Des Vallières, Nathalie 1952-
des VALLIÈRES, Nathalie 1952-
PERSONAL: Born 1952.
ADDRESSES: Agent—c/o Author Mail, Rizzoli/Universe International Publications, 300 Park Ave. South, 3rd Floor, New York, NY 10010.
CAREER: Writer and art historian.
(With Roselyne de Ayala) Le plus beaux manuscrits de Saint Exupèry, Martinière (Paris, France), 2003, translation by Anthony Zielonka published as Saint-Exupèry: Art, Writing, and Musings, Rizzoli (New York, NY), 2004.
(With Pierre-Emmanuel Prouvost d'Agostino) Les plus beaux manuscrits de Arthur Rimbaud, Martinière (Paris, France), 2004.
SIDELIGHTS: Art historian Nathalie des Vallières is the great-niece of Antoine de Saint-Exupèry (1900–1944), the French inventor, pilot, and writer best known for his children's book, The Little Prince. This book, which sells more than one million copies each year, is said to be outsold worldwide only by the bible and Karl Marx's Das Kapital, yet its origins remain unknown. Saint-Exupèry: Art, Writing, and Musings, written by Vallières and Roselyne de Ayala, chronicles Saint-Exupèry's life through a collection of photographs, drawings, manuscripts, and his own sketches, reports, and notes.
Saint-Exupèry moved to the United States in 1940, hoping to persuade this country to enter the war in Europe. His life of daring adventure was cut short when his plane disappeared on July 31, 1944 during a reconnaissance mission. The book chronicles his life from childhood, but it says nothing about his father, who died when the boy was four. It includes pictures of childhood homework assignments and scraps of paper and hotel stationery upon which the adult Saint-Exupèry scribbled drafts for his written works, including The Little Prince.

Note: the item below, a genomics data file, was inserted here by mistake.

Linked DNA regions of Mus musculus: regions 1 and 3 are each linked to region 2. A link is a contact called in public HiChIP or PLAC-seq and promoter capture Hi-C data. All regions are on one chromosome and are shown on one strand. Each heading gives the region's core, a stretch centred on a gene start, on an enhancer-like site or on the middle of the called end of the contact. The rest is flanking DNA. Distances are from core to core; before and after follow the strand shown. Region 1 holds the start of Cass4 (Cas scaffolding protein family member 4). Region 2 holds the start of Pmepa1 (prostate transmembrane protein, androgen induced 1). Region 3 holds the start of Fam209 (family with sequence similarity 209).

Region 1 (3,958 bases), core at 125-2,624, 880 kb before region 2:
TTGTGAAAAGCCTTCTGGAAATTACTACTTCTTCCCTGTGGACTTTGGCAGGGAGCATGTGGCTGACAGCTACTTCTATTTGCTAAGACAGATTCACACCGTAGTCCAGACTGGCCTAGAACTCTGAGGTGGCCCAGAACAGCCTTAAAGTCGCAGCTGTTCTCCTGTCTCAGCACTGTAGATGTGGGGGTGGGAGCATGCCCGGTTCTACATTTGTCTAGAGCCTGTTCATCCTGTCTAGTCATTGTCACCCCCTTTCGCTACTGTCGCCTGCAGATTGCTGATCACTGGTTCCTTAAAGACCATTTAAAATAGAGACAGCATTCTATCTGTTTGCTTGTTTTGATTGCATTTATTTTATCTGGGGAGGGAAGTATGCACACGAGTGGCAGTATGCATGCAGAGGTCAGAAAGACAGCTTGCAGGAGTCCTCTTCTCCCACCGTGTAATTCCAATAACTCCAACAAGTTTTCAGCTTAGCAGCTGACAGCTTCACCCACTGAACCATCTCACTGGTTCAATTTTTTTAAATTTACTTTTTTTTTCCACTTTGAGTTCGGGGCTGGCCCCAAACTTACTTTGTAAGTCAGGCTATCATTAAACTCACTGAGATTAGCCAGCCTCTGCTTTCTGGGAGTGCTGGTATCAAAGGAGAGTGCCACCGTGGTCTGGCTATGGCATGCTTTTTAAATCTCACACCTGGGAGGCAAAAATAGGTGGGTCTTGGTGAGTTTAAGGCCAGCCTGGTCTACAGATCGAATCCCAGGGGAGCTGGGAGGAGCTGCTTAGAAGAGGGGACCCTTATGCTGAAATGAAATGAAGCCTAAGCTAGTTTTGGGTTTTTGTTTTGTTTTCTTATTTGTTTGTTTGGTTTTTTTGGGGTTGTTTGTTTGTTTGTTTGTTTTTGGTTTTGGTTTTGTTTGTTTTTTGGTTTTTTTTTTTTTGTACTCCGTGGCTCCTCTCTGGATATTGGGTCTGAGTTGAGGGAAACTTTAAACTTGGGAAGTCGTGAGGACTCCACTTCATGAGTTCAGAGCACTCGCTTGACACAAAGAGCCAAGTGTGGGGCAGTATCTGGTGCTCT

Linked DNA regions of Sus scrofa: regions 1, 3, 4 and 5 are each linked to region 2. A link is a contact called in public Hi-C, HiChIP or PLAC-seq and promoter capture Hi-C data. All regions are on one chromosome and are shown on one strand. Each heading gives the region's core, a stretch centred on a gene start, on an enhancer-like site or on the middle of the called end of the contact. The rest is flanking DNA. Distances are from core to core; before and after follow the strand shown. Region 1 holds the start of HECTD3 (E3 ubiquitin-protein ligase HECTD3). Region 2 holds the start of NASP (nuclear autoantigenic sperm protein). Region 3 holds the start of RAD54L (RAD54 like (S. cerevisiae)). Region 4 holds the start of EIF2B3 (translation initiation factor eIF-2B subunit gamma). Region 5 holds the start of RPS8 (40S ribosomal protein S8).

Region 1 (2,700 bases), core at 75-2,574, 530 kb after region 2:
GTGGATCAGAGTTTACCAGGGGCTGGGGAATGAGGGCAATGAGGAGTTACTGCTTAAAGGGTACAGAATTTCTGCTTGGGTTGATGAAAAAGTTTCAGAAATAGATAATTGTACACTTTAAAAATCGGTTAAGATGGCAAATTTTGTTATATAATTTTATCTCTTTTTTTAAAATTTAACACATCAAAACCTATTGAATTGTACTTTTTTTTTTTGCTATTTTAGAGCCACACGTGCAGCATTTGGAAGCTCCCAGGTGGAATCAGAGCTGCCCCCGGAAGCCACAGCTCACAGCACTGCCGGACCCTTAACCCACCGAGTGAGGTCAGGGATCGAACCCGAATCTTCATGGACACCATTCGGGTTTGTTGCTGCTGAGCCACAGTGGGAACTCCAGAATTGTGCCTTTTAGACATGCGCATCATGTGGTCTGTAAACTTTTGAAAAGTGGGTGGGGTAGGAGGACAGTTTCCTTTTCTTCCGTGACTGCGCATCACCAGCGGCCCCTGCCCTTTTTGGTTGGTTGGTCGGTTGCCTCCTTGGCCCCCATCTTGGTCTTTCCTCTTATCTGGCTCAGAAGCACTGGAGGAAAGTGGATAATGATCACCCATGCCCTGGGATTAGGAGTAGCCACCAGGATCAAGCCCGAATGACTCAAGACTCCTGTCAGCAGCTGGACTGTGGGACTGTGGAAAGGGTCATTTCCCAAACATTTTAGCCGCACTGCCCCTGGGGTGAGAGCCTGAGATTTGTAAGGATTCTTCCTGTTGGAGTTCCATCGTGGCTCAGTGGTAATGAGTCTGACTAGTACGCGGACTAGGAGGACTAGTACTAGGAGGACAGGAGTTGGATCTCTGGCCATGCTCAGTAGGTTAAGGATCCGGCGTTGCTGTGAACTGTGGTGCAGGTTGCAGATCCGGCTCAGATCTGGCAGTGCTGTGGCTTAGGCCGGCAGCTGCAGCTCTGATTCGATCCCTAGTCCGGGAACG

The fascination with Saint-Exupèry is due, in part, to his Hemingwayesque qualities. He survived a number of plane crashes and flew mail planes in South America in the 1920s, including the route from Buenos Aires to Patagonia that was the inspiration for his 1931 novel Night Flight. His 1938 collection of essays, titled Wind, Sand, and Stars, was also inspired by this period in his life. Booklist contributor Donna Seaman called the large-format volume "a gorgeous monograph that tells the entire story of Saint Exupèry's amazing life in both image and text."
BIOGRAPHICAL AND CRITICAL SOURCES:
Booklist, June 1, 2004, Donna Seaman, review of Saint-Exupèry: Art, Writing, and Musings, p. 1687.
Guardian (Manchester, England), June 24, 2000, Paul Webster, review of Saint-Exupèry, p. 3.
Library Journal, April 15, 2004, Erica Swenson Danowitz, review of Saint-Exupèry, p. 85.
New York Times, September 10, 2000, Valerie Cotsalas, "The Little Prince: Born in Asharoken," p. 14LI.
Wall Street Journal, April 15, 2004, Benjamin Ivy, review of Saint-Exupèry, p. D6.